Expectations of players and staff
Coaches do not speak "at” players but rather engage at their level to communicate what is happening and create a mutually beneficial meeting of hearts, minds and feet. Minor modifications to this are only as is appropriate given age and developmental levels.
Both in the game and off the pitch, we expect our players to be of excellent spirit and demonstrate a high level of engagement however truly successful players and people understand that the world does not revolve around them and that how they treat others will be how they themselves will ultimately be treated.
3. We are all unique in some way
Players come in all sorts of different shapes and sizes and have different football ages, emotional, mental and physical stages of development. Although the principles concerning playing football do not change, the way it is delivered must be to meet each player's needs as closely as possible. There is room for everybody.
4. We are all a part of something bigger
Although we are all individuals, we belong to a community whether we wish to be or not. This community extends beyond football into our families, neighbourhoods, and schools. It is local, regional, national, and global. It is up to us to choose to add something of value to each and work for the good of all even if we can't see them immediately. We as human beings, were made by our Creator for good works and through His grace, spirit and power, we can become all that we were created to be and our potential is limitless. When we put ourselves aside and come together, seeking to meet the needs of others, this is how we learn teamwork, patience and humility. It is then that we realize that our needs are being met.
5. Players will determine their own pace for development
Everybody develops differently. Some blossom early whilst others bloom late. Just because a player does not appear to be gaining as much ground as other players means nothing in the long term with the bigger picture in mind. Therefore coaches will continue to encourage all players regardless of perceptions about their ability. We also advise all parents not to push their children to achieve but rather facilitate opportunities to suit their children's interests and remain positive even in the face of lowered actual outcomes initially.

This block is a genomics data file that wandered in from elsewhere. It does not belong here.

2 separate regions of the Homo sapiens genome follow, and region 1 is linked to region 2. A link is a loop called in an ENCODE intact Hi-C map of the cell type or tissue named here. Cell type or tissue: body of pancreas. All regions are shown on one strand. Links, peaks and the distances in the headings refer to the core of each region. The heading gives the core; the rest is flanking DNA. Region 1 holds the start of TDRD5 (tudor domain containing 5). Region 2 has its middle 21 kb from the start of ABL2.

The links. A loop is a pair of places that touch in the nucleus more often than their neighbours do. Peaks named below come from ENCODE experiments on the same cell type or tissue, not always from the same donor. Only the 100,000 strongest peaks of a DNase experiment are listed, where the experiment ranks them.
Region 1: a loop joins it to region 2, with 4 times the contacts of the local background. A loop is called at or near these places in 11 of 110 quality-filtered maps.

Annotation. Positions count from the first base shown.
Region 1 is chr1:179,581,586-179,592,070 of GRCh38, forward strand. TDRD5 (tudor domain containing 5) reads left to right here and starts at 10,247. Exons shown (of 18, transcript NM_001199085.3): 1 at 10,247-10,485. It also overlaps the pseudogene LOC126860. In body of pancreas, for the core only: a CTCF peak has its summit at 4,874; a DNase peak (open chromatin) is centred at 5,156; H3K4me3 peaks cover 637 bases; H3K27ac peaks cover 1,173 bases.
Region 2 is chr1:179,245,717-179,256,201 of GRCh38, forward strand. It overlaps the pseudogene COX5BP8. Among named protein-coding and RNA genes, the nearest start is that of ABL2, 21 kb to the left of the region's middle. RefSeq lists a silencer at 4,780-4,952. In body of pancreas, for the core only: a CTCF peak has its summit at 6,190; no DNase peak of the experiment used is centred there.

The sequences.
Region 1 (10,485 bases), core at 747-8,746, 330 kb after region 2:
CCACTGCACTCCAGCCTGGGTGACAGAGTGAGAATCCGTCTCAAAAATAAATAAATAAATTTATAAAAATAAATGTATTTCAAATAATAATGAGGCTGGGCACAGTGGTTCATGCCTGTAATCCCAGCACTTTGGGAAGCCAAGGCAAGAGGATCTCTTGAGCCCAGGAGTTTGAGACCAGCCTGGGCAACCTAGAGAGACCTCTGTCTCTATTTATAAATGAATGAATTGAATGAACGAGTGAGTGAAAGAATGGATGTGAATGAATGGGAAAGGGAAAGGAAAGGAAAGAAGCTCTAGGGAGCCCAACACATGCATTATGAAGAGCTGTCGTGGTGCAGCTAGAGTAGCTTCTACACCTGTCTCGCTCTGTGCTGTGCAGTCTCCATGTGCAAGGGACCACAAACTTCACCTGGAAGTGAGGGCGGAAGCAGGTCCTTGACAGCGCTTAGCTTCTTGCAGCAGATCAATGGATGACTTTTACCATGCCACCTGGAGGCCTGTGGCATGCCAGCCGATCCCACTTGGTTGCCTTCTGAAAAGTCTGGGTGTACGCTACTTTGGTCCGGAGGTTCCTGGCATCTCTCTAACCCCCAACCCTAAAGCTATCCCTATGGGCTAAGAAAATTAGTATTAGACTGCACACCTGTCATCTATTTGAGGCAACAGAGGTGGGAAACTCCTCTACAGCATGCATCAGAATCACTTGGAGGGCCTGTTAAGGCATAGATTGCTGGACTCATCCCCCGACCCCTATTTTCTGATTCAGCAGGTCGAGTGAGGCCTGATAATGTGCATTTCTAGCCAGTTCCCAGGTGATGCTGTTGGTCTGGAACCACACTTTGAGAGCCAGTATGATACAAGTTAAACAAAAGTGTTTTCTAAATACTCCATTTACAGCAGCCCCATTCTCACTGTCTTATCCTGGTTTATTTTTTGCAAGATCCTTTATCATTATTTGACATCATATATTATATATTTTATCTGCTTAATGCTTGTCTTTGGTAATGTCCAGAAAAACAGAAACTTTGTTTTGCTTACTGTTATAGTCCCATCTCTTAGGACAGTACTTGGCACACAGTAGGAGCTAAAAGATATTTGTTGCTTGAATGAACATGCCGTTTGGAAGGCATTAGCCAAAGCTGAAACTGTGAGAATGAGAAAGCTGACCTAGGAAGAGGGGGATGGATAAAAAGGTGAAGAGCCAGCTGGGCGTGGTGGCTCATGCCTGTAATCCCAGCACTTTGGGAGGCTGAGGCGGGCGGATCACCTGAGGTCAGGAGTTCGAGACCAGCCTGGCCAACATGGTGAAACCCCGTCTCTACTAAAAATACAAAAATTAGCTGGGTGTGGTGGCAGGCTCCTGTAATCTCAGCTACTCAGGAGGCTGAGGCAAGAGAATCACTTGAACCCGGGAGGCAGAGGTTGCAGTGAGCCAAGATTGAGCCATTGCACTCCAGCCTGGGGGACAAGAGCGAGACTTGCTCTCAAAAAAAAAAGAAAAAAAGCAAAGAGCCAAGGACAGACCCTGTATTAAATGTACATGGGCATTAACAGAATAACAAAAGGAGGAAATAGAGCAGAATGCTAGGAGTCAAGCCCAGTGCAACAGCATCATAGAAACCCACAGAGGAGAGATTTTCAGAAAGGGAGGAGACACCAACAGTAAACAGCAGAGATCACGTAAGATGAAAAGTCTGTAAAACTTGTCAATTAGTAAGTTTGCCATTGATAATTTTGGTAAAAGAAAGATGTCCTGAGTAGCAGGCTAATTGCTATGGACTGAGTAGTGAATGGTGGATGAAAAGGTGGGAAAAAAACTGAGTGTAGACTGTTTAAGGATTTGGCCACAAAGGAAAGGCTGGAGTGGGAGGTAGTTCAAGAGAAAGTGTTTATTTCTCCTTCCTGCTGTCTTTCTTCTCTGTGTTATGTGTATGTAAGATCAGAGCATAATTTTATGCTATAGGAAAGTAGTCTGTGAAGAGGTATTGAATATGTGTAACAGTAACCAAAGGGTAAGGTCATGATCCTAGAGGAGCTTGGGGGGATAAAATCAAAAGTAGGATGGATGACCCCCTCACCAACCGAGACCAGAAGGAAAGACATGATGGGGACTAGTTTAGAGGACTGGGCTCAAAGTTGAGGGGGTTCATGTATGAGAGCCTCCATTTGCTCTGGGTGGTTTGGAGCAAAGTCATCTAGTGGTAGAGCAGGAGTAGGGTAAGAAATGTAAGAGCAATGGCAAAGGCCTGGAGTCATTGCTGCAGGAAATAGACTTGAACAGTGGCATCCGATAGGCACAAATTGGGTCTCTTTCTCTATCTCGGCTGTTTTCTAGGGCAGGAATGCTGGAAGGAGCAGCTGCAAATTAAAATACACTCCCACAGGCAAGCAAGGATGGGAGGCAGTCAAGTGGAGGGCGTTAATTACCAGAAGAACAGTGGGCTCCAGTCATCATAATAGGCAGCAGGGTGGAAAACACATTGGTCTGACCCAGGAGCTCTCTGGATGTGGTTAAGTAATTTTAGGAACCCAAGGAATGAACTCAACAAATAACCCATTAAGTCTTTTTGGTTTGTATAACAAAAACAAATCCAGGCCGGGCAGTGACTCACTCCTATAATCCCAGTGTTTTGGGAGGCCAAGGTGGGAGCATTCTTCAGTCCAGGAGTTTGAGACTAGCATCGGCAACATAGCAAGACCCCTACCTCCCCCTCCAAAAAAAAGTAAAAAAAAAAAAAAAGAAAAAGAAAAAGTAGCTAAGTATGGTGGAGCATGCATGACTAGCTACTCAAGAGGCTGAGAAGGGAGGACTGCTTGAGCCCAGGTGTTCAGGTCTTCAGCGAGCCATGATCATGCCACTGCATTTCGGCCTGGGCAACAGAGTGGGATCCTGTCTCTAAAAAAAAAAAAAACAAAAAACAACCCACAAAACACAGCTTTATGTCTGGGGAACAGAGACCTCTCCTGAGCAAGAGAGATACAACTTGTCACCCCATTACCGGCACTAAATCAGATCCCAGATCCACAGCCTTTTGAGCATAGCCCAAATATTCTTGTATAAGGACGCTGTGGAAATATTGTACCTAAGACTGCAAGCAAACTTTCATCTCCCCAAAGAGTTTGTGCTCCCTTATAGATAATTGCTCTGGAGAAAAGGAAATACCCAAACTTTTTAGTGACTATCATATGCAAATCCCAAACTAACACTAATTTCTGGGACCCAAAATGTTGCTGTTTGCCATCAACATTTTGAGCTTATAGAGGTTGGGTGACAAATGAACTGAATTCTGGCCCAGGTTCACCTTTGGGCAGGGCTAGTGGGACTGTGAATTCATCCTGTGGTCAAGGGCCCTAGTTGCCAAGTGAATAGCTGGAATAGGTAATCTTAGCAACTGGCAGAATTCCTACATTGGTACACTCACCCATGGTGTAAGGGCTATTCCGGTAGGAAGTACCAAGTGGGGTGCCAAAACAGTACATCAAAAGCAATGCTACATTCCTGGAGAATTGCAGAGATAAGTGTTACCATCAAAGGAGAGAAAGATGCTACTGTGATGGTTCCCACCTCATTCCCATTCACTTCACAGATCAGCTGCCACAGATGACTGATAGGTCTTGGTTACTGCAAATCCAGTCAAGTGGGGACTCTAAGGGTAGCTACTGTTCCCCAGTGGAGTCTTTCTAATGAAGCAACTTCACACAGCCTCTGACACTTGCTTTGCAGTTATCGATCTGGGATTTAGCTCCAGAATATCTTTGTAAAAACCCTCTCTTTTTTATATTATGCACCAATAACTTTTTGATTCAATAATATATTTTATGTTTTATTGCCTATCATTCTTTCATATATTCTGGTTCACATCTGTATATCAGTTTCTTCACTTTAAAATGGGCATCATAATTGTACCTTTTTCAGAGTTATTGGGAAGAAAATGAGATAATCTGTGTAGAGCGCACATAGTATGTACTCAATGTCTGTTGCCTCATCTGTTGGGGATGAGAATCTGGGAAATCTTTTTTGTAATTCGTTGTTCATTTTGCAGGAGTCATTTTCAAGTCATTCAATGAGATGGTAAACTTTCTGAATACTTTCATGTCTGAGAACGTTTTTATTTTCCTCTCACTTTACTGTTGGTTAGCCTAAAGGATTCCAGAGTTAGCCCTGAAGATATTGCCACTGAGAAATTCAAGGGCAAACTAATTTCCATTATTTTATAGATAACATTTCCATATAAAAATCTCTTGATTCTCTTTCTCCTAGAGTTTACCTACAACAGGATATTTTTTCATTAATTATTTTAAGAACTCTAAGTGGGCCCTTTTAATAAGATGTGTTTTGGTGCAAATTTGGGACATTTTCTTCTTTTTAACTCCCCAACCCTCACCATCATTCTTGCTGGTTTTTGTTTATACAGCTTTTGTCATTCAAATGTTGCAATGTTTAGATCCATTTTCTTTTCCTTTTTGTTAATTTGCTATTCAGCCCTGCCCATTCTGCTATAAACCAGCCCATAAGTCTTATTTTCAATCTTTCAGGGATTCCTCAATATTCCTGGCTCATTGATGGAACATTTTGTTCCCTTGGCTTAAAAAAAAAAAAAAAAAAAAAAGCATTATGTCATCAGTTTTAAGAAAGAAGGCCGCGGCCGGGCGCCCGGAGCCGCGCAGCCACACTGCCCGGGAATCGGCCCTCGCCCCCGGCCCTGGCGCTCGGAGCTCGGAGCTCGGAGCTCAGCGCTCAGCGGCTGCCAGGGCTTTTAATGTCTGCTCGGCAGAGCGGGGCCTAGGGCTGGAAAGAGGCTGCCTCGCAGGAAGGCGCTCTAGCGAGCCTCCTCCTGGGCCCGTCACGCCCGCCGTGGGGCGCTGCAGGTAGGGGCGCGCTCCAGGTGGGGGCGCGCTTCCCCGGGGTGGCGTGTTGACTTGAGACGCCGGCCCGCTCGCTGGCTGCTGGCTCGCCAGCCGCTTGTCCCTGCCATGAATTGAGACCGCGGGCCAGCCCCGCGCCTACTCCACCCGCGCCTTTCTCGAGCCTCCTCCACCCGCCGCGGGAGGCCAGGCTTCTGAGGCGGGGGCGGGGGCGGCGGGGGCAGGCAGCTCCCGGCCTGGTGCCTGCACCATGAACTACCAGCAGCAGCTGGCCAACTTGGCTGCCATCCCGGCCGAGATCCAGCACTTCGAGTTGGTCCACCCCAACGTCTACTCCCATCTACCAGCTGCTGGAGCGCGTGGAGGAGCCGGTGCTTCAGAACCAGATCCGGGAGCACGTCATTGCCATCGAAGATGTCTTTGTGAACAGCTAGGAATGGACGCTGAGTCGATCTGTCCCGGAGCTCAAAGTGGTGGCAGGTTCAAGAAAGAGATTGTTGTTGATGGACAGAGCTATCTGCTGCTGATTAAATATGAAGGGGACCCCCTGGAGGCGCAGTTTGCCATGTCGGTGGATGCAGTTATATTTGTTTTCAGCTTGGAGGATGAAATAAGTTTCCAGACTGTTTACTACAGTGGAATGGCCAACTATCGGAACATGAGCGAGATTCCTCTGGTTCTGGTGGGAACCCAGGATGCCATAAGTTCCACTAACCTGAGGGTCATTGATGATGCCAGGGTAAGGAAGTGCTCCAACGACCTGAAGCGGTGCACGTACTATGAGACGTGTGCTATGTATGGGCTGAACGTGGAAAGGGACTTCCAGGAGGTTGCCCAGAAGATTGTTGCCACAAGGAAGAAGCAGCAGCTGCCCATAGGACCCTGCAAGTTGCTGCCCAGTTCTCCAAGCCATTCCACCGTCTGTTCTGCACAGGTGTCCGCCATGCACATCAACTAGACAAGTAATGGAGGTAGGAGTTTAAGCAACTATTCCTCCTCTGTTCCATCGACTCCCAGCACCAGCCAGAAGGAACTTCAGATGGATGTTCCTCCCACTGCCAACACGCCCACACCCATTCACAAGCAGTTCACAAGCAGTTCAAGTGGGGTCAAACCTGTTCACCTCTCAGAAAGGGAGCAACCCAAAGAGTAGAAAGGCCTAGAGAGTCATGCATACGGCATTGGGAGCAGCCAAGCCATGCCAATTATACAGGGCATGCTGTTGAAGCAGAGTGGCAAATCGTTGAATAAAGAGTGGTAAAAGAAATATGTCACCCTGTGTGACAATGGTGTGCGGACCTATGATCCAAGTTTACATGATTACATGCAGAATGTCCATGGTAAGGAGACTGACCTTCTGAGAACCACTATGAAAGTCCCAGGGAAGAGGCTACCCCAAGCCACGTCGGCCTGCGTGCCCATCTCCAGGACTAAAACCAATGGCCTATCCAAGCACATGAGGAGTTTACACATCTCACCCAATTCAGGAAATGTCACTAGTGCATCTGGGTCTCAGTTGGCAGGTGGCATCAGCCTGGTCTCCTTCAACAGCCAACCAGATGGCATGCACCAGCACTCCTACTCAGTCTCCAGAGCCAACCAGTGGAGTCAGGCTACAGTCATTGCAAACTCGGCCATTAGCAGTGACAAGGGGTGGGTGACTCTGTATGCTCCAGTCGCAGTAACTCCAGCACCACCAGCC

6. There is more than one pathway and not solely one end
The road to enjoying a lifelong activity such as football comes in many formats. Some of the best players will never become All Whites and some players who represent NZ at age grade will never go on to play professionally. Our role is to provide opportunities across the board and help players to identify their own goals, then to help them exceed their expectations. It is our privilege to play a role in assisting each player to become the best that they can be and enjoy the level of football they want to with no regrets when they look back and reflect on their sporting days. Success comes in varied forms and is not determined by any specific criteria. The love of the game is the most important thing.
7. Safe environment
This means that no bad language is tolerated. This is coupled with zero tolerance for bullying of any sort. Regardless of a child's background, socio-economic disposition, family religious beliefs or otherwise, all children can expect to be trained in a totally safe mental and emotional environment. SAFCA coaches endeavour to ensure that the physical environment also meets the standard for safety and although accidents can happen, our record for injuries suffered through our programs is extraordinary in terms of lack thereof.
8. Kids need to be celebrated
All kids naturally want to win and do their best because internally they seek approval of their peers, their parents, their coaches and then themselves. Some achieve more than others but regardless we encourage that all look for the special quality in each child which should be celebrated for this is how confidence is built in the hearts and minds of kids.